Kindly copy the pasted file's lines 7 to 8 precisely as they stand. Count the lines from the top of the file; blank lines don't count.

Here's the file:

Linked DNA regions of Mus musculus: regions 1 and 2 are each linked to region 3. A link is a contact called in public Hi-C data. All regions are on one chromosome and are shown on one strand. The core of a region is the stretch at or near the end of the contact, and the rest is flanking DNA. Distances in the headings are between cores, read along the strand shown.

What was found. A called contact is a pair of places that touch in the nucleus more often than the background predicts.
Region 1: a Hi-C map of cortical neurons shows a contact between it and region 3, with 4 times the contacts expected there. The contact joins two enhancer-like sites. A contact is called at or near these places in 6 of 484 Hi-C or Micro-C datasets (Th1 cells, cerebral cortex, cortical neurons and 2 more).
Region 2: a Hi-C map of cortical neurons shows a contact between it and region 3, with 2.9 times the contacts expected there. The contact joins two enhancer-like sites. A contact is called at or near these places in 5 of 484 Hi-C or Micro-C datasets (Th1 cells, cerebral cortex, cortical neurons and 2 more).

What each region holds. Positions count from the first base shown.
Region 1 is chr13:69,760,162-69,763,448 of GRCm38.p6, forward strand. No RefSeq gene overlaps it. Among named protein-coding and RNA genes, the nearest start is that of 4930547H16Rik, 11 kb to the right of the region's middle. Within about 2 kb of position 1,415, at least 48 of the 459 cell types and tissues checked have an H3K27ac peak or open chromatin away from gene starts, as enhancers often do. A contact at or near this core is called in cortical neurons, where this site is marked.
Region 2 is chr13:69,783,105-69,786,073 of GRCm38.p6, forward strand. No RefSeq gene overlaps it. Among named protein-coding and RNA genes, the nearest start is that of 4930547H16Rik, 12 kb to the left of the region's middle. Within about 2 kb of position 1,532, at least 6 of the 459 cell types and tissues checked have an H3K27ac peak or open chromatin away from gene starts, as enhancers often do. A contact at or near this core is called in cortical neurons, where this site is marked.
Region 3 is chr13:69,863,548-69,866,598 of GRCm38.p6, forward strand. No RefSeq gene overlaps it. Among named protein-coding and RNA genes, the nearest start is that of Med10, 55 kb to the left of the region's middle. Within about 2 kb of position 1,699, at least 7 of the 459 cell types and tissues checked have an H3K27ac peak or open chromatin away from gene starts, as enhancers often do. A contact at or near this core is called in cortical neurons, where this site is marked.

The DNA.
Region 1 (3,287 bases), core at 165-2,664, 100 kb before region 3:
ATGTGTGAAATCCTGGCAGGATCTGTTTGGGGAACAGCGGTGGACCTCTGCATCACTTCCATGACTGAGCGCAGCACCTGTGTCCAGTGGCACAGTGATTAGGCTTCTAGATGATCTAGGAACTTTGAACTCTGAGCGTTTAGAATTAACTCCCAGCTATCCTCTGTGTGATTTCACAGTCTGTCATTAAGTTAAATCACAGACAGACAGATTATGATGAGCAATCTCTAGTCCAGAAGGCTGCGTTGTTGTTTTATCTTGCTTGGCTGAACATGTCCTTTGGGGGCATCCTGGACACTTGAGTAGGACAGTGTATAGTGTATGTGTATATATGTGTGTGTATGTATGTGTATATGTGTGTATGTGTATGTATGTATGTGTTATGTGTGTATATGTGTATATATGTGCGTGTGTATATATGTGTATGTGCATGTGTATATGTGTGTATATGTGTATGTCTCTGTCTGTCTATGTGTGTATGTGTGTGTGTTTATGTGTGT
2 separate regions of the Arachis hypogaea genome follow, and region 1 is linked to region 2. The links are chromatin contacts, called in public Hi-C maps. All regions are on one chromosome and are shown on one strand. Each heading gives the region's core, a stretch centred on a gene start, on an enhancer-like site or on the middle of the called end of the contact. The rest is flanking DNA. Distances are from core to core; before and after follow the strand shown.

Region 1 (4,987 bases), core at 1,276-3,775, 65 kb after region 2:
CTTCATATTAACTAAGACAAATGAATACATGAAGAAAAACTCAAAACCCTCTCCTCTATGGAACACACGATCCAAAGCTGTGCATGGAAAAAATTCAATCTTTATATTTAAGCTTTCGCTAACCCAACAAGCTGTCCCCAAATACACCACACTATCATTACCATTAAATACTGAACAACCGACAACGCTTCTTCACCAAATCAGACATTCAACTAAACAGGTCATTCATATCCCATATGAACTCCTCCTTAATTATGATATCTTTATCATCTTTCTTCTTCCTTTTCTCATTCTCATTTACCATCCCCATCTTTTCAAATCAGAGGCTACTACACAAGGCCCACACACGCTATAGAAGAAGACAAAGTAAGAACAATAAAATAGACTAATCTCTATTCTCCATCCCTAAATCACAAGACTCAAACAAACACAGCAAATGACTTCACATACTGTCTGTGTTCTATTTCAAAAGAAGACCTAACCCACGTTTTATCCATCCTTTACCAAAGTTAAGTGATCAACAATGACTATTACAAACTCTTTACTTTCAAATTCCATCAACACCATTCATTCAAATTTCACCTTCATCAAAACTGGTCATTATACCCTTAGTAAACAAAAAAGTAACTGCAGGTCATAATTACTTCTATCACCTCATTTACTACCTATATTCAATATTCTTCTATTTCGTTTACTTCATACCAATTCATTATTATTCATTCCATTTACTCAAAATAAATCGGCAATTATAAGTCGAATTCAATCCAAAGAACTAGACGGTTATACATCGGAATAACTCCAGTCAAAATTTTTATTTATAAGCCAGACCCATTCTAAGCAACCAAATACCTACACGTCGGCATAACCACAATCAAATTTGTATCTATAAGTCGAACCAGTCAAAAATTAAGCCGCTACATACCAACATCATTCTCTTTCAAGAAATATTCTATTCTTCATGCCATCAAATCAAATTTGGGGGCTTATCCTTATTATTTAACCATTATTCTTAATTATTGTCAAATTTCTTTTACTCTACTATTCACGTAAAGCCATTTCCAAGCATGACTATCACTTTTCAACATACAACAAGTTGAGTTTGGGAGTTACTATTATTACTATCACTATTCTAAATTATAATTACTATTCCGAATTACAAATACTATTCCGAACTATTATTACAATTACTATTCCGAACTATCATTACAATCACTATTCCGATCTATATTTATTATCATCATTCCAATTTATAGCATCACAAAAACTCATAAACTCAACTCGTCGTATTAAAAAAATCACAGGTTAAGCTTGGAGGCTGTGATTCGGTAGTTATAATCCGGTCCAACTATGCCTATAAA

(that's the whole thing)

Region 2 is chr13:69,783,105-69,786,073 of GRCm38.p6, forward strand. No RefSeq gene overlaps it. Among named protein-coding and RNA genes, the nearest start is that of 4930547H16Rik, 12 kb to the left of the region's middle. Within about 2 kb of position 1,532, at least 6 of the 459 cell types and tissues checked have an H3K27ac peak or open chromatin away from gene starts, as enhancers often do. A contact at or near this core is called in cortical neurons, where this site is marked.
Region 3 is chr13:69,863,548-69,866,598 of GRCm38.p6, forward strand. No RefSeq gene overlaps it. Among named protein-coding and RNA genes, the nearest start is that of Med10, 55 kb to the left of the region's middle. Within about 2 kb of position 1,699, at least 7 of the 459 cell types and tissues checked have an H3K27ac peak or open chromatin away from gene starts, as enhancers often do. A contact at or near this core is called in cortical neurons, where this site is marked.